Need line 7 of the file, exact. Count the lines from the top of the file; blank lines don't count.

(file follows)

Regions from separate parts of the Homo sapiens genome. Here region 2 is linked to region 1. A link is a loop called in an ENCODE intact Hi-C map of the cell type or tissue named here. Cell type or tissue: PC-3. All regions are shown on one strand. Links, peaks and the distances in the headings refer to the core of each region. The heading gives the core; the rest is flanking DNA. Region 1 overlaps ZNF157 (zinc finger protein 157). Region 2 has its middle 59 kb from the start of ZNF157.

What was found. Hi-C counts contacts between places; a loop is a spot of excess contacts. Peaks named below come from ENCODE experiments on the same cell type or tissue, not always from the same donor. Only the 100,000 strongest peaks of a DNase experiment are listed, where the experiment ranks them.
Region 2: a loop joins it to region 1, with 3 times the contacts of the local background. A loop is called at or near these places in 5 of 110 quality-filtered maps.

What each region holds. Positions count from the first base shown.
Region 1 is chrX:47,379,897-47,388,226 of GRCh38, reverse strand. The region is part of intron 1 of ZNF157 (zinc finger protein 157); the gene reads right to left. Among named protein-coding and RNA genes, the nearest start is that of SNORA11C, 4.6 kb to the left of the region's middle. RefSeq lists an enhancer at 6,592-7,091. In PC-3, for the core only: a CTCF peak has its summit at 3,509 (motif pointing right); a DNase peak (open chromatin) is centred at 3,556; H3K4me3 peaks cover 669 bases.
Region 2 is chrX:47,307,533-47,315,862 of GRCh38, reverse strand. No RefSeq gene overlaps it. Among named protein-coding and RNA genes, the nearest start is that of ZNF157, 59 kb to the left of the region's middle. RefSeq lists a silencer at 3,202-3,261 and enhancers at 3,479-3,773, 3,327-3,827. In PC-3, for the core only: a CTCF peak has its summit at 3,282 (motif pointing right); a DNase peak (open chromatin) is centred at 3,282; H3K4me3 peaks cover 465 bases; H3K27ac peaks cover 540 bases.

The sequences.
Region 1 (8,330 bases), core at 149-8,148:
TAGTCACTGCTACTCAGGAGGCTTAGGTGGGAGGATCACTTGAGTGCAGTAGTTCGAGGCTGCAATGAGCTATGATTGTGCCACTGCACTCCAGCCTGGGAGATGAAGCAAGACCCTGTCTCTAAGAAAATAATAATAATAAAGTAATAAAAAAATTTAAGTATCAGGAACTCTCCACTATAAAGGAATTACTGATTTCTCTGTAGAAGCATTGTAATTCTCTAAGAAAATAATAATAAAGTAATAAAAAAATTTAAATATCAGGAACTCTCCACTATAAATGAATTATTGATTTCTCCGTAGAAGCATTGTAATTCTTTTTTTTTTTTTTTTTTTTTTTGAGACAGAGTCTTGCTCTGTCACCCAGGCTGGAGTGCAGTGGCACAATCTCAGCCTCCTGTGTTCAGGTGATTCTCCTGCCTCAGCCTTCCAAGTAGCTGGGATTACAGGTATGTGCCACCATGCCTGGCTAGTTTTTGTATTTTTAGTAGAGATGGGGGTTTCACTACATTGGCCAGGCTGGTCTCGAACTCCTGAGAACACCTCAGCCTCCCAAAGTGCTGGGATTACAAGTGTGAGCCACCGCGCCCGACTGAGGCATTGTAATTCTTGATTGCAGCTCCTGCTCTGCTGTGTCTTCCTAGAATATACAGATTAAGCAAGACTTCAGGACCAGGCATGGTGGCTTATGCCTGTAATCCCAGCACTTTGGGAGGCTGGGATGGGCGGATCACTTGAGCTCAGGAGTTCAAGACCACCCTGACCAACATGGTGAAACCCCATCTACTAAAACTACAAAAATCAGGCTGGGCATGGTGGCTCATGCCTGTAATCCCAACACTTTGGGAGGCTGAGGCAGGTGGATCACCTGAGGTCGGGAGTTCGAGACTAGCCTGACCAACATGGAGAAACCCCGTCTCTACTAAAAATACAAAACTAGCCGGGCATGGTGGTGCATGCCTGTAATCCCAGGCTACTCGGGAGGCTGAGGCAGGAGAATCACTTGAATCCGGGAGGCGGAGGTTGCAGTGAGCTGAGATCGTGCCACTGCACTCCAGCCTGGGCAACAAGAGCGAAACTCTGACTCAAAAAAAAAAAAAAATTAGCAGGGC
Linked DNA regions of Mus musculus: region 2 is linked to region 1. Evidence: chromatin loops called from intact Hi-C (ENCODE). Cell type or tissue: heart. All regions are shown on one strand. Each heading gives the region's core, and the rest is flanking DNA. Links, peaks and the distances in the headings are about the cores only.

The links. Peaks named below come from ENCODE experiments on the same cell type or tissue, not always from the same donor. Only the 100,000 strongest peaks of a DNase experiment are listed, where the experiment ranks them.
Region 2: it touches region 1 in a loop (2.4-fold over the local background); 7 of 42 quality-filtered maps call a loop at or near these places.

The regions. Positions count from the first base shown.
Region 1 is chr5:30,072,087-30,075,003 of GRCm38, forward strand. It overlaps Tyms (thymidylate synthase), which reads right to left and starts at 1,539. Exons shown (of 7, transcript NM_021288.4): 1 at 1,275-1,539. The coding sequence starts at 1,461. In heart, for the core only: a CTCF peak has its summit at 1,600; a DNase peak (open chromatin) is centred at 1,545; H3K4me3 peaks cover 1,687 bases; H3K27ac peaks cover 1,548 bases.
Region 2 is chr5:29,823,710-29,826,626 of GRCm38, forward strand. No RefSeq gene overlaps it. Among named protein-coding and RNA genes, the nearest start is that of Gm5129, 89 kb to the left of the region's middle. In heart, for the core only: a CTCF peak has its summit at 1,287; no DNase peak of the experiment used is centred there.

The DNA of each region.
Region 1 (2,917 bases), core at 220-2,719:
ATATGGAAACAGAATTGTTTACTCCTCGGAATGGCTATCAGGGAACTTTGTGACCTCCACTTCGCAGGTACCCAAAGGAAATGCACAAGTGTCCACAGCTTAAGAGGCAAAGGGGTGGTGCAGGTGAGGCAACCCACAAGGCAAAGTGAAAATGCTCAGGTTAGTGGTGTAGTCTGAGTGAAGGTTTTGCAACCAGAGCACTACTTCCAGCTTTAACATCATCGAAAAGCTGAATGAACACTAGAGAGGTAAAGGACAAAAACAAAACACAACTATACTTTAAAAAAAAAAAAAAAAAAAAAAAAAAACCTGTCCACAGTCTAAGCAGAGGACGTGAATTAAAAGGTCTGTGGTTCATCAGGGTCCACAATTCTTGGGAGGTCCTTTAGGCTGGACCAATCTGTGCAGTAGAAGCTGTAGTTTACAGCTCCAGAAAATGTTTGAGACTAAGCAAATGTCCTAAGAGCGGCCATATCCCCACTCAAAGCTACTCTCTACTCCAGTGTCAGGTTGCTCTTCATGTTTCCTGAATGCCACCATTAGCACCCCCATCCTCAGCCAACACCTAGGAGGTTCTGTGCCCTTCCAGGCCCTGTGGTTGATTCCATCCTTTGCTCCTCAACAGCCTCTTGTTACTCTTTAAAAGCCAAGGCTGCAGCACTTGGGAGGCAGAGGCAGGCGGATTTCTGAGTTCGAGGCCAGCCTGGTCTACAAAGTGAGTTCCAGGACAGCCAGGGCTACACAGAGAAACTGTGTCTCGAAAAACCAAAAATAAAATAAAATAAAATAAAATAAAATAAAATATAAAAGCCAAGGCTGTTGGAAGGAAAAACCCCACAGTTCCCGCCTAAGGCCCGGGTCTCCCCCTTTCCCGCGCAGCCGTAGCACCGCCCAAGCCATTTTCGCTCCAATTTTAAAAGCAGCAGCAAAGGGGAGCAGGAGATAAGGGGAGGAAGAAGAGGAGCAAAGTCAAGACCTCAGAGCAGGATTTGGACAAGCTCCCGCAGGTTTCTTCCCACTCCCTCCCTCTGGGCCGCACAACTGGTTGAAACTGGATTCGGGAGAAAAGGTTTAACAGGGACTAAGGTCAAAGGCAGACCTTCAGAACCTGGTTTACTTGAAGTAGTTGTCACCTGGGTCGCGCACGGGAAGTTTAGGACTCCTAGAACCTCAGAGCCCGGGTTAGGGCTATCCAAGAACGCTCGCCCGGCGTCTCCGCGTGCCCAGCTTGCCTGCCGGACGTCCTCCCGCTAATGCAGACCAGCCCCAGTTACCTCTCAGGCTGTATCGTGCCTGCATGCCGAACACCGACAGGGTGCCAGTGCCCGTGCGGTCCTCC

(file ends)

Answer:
The sequences.